Fauci: COVID vaccines use brand new technology
WINDOW ROCK, Ariz.
In an exclusive interview with the Navajo Times, Dr. Anthony Fauci confirmed that two companies, Pfizer Inc. and Moderna Inc., are using new and advanced “messenger RNA” technology in their COVID-19 vaccine clinical trials.
No “mRNA” vaccine has ever been approved for use in humans prior to the 2020 trials.
Fauci is the director of the National Institute of Allergy and Infectious Diseases and serves on the White House Coronavirus Task Force. RNA, or ribonucleic acid, is found in all living organisms and holds genetic information for many viruses. Its main function is to act as a messenger, carrying instructions from DNA for synthesis of proteins. Fauci explained that when the Chinese first isolated the coronavirus in January, they put the genetic sequence of the virus on a public database.
That was the moment that the race for a COVID-19 vaccine began. Scientists from both Pfizer and Moderna were able to “pull out the gene” from the coronavirus sequence that codes for a particular coronavirus protein, called the “spike” protein, said Fauci.
Now that gene code, or mRNA, copied and manufactured in a synthetic form, is what is being used in the Pfizer and Moderna vaccines to give instructions to human cells to stimulate the creation of the coronavirus “spike” protein. “If you inject the messenger RNA into the muscle, that messenger RNA starts coding for the spike protein, and makes the spike protein in the context of your normal body cells,” said Fauci.
The body then recognizes the spike protein and mounts a potent immune response to it, he said. The “neutralizing antibodies” that are created in the process are what could protect people if they are exposed to COVID-19. Fauci said that while mRNA is a new technology, it is highly efficient and it might actually give a better immune response than just injecting the protein itself.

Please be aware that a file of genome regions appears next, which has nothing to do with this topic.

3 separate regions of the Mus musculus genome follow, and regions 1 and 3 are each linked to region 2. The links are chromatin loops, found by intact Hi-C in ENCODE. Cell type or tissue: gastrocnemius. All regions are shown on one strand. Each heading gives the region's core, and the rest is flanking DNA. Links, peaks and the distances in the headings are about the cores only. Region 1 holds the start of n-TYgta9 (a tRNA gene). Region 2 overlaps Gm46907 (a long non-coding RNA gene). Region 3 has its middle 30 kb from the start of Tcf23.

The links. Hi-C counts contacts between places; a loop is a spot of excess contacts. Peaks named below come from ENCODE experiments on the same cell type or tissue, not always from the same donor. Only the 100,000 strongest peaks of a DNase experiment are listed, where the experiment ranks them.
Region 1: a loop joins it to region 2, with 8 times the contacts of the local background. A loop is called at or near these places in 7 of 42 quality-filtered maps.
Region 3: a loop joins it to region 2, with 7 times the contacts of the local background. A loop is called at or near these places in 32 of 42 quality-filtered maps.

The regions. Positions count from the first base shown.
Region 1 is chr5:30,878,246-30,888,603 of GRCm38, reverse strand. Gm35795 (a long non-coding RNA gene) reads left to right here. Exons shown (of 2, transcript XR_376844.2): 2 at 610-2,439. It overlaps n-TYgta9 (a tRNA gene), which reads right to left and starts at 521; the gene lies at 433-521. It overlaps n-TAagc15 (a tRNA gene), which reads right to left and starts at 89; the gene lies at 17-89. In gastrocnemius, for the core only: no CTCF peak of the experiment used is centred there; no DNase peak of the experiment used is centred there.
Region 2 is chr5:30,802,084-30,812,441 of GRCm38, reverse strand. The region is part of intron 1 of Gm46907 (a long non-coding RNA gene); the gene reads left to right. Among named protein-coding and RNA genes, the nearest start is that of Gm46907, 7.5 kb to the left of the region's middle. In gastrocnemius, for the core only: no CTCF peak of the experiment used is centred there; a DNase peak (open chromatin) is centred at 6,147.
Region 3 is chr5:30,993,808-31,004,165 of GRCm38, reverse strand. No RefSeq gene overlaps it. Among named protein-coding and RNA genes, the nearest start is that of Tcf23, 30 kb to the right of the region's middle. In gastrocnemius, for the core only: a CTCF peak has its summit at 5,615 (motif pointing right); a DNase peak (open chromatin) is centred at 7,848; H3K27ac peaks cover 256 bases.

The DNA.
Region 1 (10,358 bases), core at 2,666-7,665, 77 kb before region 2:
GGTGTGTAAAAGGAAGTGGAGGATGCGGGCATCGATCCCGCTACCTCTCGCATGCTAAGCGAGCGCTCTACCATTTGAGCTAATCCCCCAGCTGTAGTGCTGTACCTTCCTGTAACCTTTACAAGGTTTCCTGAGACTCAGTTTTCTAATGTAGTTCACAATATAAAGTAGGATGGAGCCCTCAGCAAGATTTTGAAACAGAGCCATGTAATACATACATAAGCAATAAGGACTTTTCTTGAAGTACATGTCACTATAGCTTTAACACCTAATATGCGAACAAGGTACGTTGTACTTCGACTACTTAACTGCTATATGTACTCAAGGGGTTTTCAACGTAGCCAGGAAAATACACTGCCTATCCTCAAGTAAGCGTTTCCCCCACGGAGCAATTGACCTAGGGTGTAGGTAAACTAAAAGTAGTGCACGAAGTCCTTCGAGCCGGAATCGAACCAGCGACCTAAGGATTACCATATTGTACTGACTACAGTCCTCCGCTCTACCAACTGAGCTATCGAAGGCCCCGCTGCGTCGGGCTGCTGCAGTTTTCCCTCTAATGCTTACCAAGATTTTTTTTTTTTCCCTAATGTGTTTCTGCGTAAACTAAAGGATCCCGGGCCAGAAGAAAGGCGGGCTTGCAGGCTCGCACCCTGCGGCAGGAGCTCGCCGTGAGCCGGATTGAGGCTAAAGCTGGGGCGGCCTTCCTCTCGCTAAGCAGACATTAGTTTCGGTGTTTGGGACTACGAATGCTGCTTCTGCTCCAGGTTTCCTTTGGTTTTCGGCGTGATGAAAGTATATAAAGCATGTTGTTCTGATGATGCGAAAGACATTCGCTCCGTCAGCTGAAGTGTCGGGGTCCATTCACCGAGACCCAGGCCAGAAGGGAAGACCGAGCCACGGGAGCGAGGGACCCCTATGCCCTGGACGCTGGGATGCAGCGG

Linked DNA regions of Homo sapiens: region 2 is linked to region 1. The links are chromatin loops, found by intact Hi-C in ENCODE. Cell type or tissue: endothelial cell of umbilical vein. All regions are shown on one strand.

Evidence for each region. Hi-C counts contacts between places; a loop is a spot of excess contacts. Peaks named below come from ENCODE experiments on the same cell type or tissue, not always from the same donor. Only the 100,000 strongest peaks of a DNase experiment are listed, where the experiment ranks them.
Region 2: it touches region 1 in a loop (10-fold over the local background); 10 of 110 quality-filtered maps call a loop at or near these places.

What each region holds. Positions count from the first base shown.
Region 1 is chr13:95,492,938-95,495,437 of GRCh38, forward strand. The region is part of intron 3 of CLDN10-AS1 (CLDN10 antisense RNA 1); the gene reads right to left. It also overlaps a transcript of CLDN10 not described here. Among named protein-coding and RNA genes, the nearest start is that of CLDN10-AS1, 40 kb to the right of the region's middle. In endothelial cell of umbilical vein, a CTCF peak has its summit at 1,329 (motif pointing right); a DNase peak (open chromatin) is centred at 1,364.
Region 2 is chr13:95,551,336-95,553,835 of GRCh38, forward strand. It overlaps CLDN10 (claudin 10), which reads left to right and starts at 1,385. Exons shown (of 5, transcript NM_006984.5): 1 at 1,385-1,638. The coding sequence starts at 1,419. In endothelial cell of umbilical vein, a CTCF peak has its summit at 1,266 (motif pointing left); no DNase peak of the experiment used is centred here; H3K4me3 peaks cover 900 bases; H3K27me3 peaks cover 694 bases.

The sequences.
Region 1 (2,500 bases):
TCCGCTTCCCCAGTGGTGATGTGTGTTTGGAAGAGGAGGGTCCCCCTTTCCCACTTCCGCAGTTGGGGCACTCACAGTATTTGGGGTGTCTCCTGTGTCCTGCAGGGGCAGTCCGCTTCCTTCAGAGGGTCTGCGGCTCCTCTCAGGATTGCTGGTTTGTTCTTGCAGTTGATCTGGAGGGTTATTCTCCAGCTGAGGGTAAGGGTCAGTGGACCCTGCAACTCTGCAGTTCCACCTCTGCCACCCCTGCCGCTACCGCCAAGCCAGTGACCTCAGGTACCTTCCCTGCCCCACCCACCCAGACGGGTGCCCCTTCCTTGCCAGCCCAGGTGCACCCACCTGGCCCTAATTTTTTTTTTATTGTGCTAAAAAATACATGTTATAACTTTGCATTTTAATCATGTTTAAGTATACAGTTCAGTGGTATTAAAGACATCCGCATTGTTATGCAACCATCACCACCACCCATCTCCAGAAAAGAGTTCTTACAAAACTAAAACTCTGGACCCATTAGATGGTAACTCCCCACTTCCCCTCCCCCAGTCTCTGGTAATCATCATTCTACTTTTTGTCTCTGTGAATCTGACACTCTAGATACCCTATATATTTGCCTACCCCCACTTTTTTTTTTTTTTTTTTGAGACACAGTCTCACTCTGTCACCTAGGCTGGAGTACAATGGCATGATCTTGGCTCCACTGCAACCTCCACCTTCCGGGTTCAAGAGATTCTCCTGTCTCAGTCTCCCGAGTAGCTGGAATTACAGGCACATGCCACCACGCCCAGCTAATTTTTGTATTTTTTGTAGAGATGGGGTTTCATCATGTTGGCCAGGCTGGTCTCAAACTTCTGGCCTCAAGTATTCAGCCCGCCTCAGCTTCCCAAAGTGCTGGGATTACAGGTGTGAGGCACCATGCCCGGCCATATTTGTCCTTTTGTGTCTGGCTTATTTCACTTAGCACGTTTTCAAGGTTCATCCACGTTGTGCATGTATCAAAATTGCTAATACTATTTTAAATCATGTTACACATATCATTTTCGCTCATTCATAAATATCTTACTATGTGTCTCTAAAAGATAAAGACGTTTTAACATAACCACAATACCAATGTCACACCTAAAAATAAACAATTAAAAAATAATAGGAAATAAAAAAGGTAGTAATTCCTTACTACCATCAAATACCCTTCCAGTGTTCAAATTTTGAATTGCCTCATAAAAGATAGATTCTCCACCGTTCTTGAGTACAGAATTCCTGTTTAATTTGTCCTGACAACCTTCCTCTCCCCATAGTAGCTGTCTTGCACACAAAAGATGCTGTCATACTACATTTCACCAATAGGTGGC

“Remember, this is not the virus that’s being injected into a person,” he said. “It’s the messenger RNA that will code for just one of the proteins of the virus.” Since the mRNA vaccines do not contain pathogens, they are not infectious. Therefore it is impossible to give somebody COVID-19 from this vaccination, said Fauci.
“It’s aimed at inducing in the body a strong response to protect you against being infected with the coronavirus,” he said. Fauci said “back in the old days,” before these brand new technologies emerged, you would either inject a “killed virus” or an attenuated (weakened) virus through a vaccine.
“In the era of molecular biology and being able to do things in a much more precise way, right now you have is this new capability of making a vaccine that selectively induces the body to make a response against a very specific part of the virus,” he said.
Fauci is optimistic and said, “very good things have to start somewhere.” “Just because there’s no approved vaccines using messenger RNA yet, if and when this becomes successful, people will be saying, ‘Yeah, you see, it’s a good vaccine,’” he said.
Fauci says safety is obviously an important issue. “That’s the reason why, when you make a decision as to whether or not to approve a vaccine, you’ve got to do a clinical trial first,” he said. “You never know it’s safe, unless you carefully do a clinical trial, and whenever there’s an indication of adverse event, you pause the trial to see whether it was related to the vaccine or something else.”
Trial on Navajo
A technical briefing report on the Pfizer COVID-19 vaccine presented to the Health, Education and Human Services Committee last week by Dr. Laura Hammitt, who is overseeing the Pfizer Phase 3 vaccine trial on Navajo, refers to the mRNA technology as well.
Hammitt is director of Infectious Disease Programs at the Johns Hopkins Center for American Indian Health, and her reports are available by request to committee. “This is a mRNA vaccine,” her report says. “mRNA is the code that tells cells what to build. The vaccine tells cells to build coronavirus spike protein so that the body can produce antibodies and be prepared to fight the real thing.”